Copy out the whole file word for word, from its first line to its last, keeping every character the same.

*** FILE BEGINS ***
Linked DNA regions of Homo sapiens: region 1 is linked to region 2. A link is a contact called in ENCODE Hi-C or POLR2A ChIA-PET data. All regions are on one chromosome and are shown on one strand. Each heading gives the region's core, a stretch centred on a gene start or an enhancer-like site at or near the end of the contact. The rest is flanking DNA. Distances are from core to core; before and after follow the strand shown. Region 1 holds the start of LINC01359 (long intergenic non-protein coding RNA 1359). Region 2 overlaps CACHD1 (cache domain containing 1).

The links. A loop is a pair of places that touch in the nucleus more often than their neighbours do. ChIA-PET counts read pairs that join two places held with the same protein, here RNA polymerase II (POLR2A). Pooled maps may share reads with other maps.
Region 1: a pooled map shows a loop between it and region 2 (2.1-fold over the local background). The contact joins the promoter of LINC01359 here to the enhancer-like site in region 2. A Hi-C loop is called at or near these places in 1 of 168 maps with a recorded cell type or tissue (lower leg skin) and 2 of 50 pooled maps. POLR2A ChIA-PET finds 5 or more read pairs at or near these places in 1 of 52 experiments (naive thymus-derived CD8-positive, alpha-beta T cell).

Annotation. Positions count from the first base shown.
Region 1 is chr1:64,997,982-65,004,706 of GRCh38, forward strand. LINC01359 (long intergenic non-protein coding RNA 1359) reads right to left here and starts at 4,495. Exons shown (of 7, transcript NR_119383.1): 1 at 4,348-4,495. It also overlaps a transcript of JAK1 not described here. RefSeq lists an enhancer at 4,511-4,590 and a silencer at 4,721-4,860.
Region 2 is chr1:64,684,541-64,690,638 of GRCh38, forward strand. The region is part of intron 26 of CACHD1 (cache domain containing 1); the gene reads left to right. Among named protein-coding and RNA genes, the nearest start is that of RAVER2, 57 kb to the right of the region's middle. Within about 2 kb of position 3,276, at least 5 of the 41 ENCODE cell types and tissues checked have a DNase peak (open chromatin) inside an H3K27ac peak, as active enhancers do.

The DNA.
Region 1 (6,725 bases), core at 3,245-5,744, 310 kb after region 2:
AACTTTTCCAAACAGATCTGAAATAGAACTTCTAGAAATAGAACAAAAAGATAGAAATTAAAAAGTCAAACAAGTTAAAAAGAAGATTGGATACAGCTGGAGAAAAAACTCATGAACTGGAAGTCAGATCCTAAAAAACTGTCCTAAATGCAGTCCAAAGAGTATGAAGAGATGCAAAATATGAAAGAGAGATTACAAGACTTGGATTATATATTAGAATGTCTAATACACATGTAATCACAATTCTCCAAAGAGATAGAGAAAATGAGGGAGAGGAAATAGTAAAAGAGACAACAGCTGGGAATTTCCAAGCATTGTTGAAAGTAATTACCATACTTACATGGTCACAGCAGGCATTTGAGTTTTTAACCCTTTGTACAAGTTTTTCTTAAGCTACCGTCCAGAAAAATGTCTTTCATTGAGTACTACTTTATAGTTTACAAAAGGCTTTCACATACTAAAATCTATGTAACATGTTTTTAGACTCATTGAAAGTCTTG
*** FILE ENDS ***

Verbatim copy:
Linked DNA regions of Homo sapiens: region 1 is linked to region 2. A link is a contact called in ENCODE Hi-C or POLR2A ChIA-PET data. All regions are on one chromosome and are shown on one strand. Each heading gives the region's core, a stretch centred on a gene start or an enhancer-like site at or near the end of the contact. The rest is flanking DNA. Distances are from core to core; before and after follow the strand shown. Region 1 holds the start of LINC01359 (long intergenic non-protein coding RNA 1359). Region 2 overlaps CACHD1 (cache domain containing 1).

The links. A loop is a pair of places that touch in the nucleus more often than their neighbours do. ChIA-PET counts read pairs that join two places held with the same protein, here RNA polymerase II (POLR2A). Pooled maps may share reads with other maps.
Region 1: a pooled map shows a loop between it and region 2 (2.1-fold over the local background). The contact joins the promoter of LINC01359 here to the enhancer-like site in region 2. A Hi-C loop is called at or near these places in 1 of 168 maps with a recorded cell type or tissue (lower leg skin) and 2 of 50 pooled maps. POLR2A ChIA-PET finds 5 or more read pairs at or near these places in 1 of 52 experiments (naive thymus-derived CD8-positive, alpha-beta T cell).

Annotation. Positions count from the first base shown.
Region 1 is chr1:64,997,982-65,004,706 of GRCh38, forward strand. LINC01359 (long intergenic non-protein coding RNA 1359) reads right to left here and starts at 4,495. Exons shown (of 7, transcript NR_119383.1): 1 at 4,348-4,495. It also overlaps a transcript of JAK1 not described here. RefSeq lists an enhancer at 4,511-4,590 and a silencer at 4,721-4,860.
Region 2 is chr1:64,684,541-64,690,638 of GRCh38, forward strand. The region is part of intron 26 of CACHD1 (cache domain containing 1); the gene reads left to right. Among named protein-coding and RNA genes, the nearest start is that of RAVER2, 57 kb to the right of the region's middle. Within about 2 kb of position 3,276, at least 5 of the 41 ENCODE cell types and tissues checked have a DNase peak (open chromatin) inside an H3K27ac peak, as active enhancers do.

The DNA.
Region 1 (6,725 bases), core at 3,245-5,744, 310 kb after region 2:
AACTTTTCCAAACAGATCTGAAATAGAACTTCTAGAAATAGAACAAAAAGATAGAAATTAAAAAGTCAAACAAGTTAAAAAGAAGATTGGATACAGCTGGAGAAAAAACTCATGAACTGGAAGTCAGATCCTAAAAAACTGTCCTAAATGCAGTCCAAAGAGTATGAAGAGATGCAAAATATGAAAGAGAGATTACAAGACTTGGATTATATATTAGAATGTCTAATACACATGTAATCACAATTCTCCAAAGAGATAGAGAAAATGAGGGAGAGGAAATAGTAAAAGAGACAACAGCTGGGAATTTCCAAGCATTGTTGAAAGTAATTACCATACTTACATGGTCACAGCAGGCATTTGAGTTTTTAACCCTTTGTACAAGTTTTTCTTAAGCTACCGTCCAGAAAAATGTCTTTCATTGAGTACTACTTTATAGTTTACAAAAGGCTTTCACATACTAAAATCTATGTAACATGTTTTTAGACTCATTGAAAGTCTTG